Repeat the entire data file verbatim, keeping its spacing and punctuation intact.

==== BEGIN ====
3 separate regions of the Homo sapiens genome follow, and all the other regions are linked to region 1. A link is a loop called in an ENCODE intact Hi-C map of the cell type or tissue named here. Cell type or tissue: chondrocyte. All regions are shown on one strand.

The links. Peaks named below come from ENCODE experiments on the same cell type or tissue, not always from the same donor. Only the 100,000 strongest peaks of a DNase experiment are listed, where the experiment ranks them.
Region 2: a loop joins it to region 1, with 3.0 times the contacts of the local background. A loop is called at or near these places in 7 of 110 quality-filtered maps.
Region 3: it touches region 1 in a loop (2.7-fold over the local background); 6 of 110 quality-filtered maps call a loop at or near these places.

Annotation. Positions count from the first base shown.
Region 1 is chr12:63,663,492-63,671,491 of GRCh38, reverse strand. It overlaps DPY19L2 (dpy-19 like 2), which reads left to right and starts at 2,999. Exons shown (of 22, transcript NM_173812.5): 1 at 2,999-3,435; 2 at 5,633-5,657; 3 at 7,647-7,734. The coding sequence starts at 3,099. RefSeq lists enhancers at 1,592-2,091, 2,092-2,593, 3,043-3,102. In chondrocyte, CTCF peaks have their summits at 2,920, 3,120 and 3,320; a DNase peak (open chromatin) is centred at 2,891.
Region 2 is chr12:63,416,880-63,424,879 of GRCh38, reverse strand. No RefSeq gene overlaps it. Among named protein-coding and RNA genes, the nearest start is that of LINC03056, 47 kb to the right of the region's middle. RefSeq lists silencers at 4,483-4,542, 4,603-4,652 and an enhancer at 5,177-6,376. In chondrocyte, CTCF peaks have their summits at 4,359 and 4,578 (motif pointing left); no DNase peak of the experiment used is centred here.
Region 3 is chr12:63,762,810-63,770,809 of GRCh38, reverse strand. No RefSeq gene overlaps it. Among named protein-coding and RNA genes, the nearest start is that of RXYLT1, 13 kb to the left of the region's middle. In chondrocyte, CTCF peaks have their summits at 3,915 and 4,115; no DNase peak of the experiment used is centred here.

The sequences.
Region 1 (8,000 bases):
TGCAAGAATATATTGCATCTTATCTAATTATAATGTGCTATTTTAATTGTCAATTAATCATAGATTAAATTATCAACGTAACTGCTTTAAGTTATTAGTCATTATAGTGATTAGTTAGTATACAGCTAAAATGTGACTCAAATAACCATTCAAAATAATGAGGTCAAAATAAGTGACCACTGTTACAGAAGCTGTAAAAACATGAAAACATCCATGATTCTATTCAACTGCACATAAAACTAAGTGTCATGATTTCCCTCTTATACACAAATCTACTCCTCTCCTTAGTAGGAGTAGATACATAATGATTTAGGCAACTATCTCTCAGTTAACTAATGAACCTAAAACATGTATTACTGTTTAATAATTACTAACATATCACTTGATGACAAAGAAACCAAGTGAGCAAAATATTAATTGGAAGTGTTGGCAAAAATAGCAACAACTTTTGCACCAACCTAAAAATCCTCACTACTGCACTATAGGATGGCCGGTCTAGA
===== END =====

3 separate regions of the Homo sapiens genome follow, and all the other regions are linked to region 1. A link is a loop called in an ENCODE intact Hi-C map of the cell type or tissue named here. Cell type or tissue: chondrocyte. All regions are shown on one strand.

The links. Peaks named below come from ENCODE experiments on the same cell type or tissue, not always from the same donor. Only the 100,000 strongest peaks of a DNase experiment are listed, where the experiment ranks them.
Region 2: a loop joins it to region 1, with 3.0 times the contacts of the local background. A loop is called at or near these places in 7 of 110 quality-filtered maps.
Region 3: it touches region 1 in a loop (2.7-fold over the local background); 6 of 110 quality-filtered maps call a loop at or near these places.

Annotation. Positions count from the first base shown.
Region 1 is chr12:63,663,492-63,671,491 of GRCh38, reverse strand. It overlaps DPY19L2 (dpy-19 like 2), which reads left to right and starts at 2,999. Exons shown (of 22, transcript NM_173812.5): 1 at 2,999-3,435; 2 at 5,633-5,657; 3 at 7,647-7,734. The coding sequence starts at 3,099. RefSeq lists enhancers at 1,592-2,091, 2,092-2,593, 3,043-3,102. In chondrocyte, CTCF peaks have their summits at 2,920, 3,120 and 3,320; a DNase peak (open chromatin) is centred at 2,891.
Region 2 is chr12:63,416,880-63,424,879 of GRCh38, reverse strand. No RefSeq gene overlaps it. Among named protein-coding and RNA genes, the nearest start is that of LINC03056, 47 kb to the right of the region's middle. RefSeq lists silencers at 4,483-4,542, 4,603-4,652 and an enhancer at 5,177-6,376. In chondrocyte, CTCF peaks have their summits at 4,359 and 4,578 (motif pointing left); no DNase peak of the experiment used is centred here.
Region 3 is chr12:63,762,810-63,770,809 of GRCh38, reverse strand. No RefSeq gene overlaps it. Among named protein-coding and RNA genes, the nearest start is that of RXYLT1, 13 kb to the left of the region's middle. In chondrocyte, CTCF peaks have their summits at 3,915 and 4,115; no DNase peak of the experiment used is centred here.

The sequences.
Region 1 (8,000 bases):
TGCAAGAATATATTGCATCTTATCTAATTATAATGTGCTATTTTAATTGTCAATTAATCATAGATTAAATTATCAACGTAACTGCTTTAAGTTATTAGTCATTATAGTGATTAGTTAGTATACAGCTAAAATGTGACTCAAATAACCATTCAAAATAATGAGGTCAAAATAAGTGACCACTGTTACAGAAGCTGTAAAAACATGAAAACATCCATGATTCTATTCAACTGCACATAAAACTAAGTGTCATGATTTCCCTCTTATACACAAATCTACTCCTCTCCTTAGTAGGAGTAGATACATAATGATTTAGGCAACTATCTCTCAGTTAACTAATGAACCTAAAACATGTATTACTGTTTAATAATTACTAACATATCACTTGATGACAAAGAAACCAAGTGAGCAAAATATTAATTGGAAGTGTTGGCAAAAATAGCAACAACTTTTGCACCAACCTAAAAATCCTCACTACTGCACTATAGGATGGCCGGTCTAGA